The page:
What to do if your water breaks before labor begins

Research shows that about 10% of labors begin with the water breaking. Usually, if left intact, the water will break on its own shortly before pushing. This could be around 8-9cm or more and is very different from what is portrayed on TV and in movies. More often than not, people will have their water broken for them at some point in labor.

Just in case you are one of the few who may suddenly find yourself in a situation where your water has broken, here are a few options and observations I’ve learned over the years.

Membrane Sweep

This procedure goes by several names: membrane sweep, sweeping of the membranes, or stripping of the membranes. This is a procedure in which the care provider inserts a finger into the cervix and attemps to separate the bag of waters from the inside of the cervix. This is intended to stir things up and try to convince the body that labor is beginning. It may or may not put someone into labor. Some studies have shown that it doesn’t necessarily put people into labor, but that it will shave off a few days from when they would have gone into labor in the first place. I’ve noticed that those who call me saying their water has broken have more often than not had their membranes stripped that day or the day before. This is merely my observation, but it is worth researching the risks and benefits of membrane sweeping.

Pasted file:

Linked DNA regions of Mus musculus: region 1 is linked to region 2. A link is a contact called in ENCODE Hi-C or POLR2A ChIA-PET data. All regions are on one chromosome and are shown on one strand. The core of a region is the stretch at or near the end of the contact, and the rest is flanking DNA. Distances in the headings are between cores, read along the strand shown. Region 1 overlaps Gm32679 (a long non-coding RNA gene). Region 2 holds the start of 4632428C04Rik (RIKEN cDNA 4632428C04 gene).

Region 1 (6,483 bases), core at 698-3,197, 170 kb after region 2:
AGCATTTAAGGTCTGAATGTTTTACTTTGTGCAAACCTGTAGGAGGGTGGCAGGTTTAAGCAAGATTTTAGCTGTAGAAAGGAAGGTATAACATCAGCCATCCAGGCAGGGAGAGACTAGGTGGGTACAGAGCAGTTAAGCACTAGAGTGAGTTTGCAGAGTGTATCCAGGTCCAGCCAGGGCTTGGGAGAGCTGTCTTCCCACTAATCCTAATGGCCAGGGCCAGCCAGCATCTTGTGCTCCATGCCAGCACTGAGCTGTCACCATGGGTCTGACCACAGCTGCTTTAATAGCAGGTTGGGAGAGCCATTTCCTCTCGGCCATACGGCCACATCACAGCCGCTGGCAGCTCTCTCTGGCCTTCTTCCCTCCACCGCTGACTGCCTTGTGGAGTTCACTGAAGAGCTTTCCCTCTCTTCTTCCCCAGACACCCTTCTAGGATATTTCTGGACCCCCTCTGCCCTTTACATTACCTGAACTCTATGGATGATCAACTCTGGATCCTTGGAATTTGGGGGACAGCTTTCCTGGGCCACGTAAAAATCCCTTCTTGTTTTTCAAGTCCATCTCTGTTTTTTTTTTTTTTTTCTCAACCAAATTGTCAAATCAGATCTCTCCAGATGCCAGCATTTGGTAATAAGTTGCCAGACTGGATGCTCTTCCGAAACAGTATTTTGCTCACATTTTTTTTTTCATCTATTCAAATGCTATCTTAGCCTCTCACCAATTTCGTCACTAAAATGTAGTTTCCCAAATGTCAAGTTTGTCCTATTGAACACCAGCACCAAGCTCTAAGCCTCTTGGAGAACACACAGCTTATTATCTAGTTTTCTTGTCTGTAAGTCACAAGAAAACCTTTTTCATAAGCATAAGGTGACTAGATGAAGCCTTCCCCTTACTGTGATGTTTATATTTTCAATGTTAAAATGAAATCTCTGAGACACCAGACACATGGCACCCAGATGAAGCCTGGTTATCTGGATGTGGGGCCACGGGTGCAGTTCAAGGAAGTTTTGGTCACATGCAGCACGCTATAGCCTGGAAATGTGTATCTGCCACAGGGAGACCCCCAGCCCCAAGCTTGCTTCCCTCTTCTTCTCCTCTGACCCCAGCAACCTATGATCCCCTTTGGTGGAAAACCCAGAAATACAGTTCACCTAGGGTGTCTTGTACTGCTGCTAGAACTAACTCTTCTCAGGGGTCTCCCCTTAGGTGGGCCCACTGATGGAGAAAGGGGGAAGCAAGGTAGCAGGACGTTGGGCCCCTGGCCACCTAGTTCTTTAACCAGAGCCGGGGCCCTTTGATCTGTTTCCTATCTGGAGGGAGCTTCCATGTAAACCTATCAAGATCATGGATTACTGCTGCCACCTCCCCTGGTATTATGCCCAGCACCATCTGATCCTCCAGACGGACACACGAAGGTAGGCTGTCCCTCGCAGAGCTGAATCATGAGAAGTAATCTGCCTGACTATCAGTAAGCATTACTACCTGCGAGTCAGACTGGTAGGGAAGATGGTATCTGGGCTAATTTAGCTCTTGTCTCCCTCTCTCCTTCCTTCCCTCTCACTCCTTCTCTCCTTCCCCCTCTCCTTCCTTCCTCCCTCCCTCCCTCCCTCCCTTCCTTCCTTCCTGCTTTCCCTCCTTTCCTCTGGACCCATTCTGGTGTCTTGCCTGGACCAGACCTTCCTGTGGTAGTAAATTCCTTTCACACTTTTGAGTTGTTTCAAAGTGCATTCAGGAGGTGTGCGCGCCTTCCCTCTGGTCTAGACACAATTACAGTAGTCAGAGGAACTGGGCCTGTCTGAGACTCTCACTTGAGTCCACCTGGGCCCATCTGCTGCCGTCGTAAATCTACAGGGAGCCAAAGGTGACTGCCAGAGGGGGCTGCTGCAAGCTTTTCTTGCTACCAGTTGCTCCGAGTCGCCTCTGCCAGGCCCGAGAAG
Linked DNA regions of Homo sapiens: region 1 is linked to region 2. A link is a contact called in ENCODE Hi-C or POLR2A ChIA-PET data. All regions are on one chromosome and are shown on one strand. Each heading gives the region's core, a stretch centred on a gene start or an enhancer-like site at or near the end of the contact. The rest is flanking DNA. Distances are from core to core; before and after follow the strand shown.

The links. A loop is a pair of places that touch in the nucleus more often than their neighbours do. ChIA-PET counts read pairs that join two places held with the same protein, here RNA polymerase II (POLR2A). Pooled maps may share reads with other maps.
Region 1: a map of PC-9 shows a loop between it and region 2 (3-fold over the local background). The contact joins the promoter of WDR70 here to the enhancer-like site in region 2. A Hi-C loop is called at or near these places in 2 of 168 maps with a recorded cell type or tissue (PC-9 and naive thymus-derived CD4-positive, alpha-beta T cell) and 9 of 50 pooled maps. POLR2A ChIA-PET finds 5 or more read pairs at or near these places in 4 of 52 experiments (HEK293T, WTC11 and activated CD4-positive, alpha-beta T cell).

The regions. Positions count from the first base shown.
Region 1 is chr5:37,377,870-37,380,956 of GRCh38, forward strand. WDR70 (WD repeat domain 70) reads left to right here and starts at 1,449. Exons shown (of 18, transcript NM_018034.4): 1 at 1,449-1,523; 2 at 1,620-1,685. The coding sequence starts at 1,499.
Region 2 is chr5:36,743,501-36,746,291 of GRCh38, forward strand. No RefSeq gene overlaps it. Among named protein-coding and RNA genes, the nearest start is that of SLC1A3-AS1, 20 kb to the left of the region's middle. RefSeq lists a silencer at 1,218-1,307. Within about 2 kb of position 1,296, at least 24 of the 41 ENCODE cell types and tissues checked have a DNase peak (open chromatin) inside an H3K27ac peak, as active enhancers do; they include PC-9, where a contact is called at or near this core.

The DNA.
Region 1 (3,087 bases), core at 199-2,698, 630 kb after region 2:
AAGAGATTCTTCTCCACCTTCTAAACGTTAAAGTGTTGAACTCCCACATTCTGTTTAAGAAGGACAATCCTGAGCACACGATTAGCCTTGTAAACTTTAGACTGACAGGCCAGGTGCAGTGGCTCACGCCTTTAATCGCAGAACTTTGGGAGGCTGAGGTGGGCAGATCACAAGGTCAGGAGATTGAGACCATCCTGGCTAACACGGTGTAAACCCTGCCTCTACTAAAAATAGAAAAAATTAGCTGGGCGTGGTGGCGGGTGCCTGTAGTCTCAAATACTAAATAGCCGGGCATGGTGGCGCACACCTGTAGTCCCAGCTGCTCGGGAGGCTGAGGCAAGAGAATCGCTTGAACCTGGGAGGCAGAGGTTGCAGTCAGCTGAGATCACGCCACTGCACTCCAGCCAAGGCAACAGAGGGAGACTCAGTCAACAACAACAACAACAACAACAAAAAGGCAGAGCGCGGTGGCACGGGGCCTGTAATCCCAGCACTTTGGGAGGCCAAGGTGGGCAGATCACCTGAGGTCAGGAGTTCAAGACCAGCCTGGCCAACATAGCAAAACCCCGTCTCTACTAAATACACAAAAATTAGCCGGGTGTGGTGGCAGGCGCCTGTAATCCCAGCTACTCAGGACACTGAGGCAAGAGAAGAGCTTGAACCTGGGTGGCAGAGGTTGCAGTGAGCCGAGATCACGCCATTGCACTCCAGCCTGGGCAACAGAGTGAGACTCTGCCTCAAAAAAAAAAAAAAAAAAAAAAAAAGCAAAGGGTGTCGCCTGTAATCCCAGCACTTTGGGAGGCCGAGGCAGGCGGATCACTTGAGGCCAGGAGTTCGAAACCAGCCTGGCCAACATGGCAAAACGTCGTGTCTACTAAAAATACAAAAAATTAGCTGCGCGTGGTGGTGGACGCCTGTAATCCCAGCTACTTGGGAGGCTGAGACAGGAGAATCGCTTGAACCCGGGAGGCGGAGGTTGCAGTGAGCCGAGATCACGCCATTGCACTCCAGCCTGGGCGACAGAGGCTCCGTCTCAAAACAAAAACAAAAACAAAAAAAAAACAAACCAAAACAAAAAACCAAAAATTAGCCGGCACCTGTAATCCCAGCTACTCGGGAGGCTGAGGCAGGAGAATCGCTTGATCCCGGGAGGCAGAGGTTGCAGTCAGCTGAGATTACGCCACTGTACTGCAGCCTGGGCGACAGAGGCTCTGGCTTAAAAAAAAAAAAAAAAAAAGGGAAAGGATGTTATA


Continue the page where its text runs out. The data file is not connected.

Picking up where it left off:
Full moon

I have not noticed this myself, but I’ve had a few conversations with nurses who swear that they see more people coming into Labor & Delivery with membranes ruptured when there is a full moon. I’ve asked them if they have noticed if the full moon puts people into labor, and they usually respond with, “No, but I notice that more people show up with their water broken when there is a full moon out.”

Communicate with care provider

I recommend finding out long before labor begins what your care provider likes to do in the event your water breaks before labor. Some care providers want you to go straight to the hospital and start pitocin immediately. Some care providers want you to go straight to the hospital, yet are willing to wait several hours before starting pitocin. Some care providers are willing to wait much longer, even up to 24 hours or more, before starting any methods to get labor going. The good news is that most people go into labor on their own within 24 hours of their water breaking.

Consider risk of infection

You will likely hear the words “risk of infection” several times during your communications with care providers and hospital staff. They are worried that your risk of infection increases the longer you go with ruptured membranes. The bag of waters has spent 9 or so months providing a barrier between your baby and the outside world. Once it breaks, that protective barrier is no longer able to protect against infection. One of the biggest causes of increased infection is vaginal exams. Even though they use sterile gloves in order to perform vaginal exams, their fingers can push the bacteria that is already in your birth canal further up into the cervix.


This may or may not be an option in some cases, but ask your care provider if antibiotics can be used to decrease your risk of infection during labor with ruptured membranes. Antibiotics are often used during a labor with someone who is GBS positive, so it stands to reason that they could also be used in a labor where other risks of infection are present.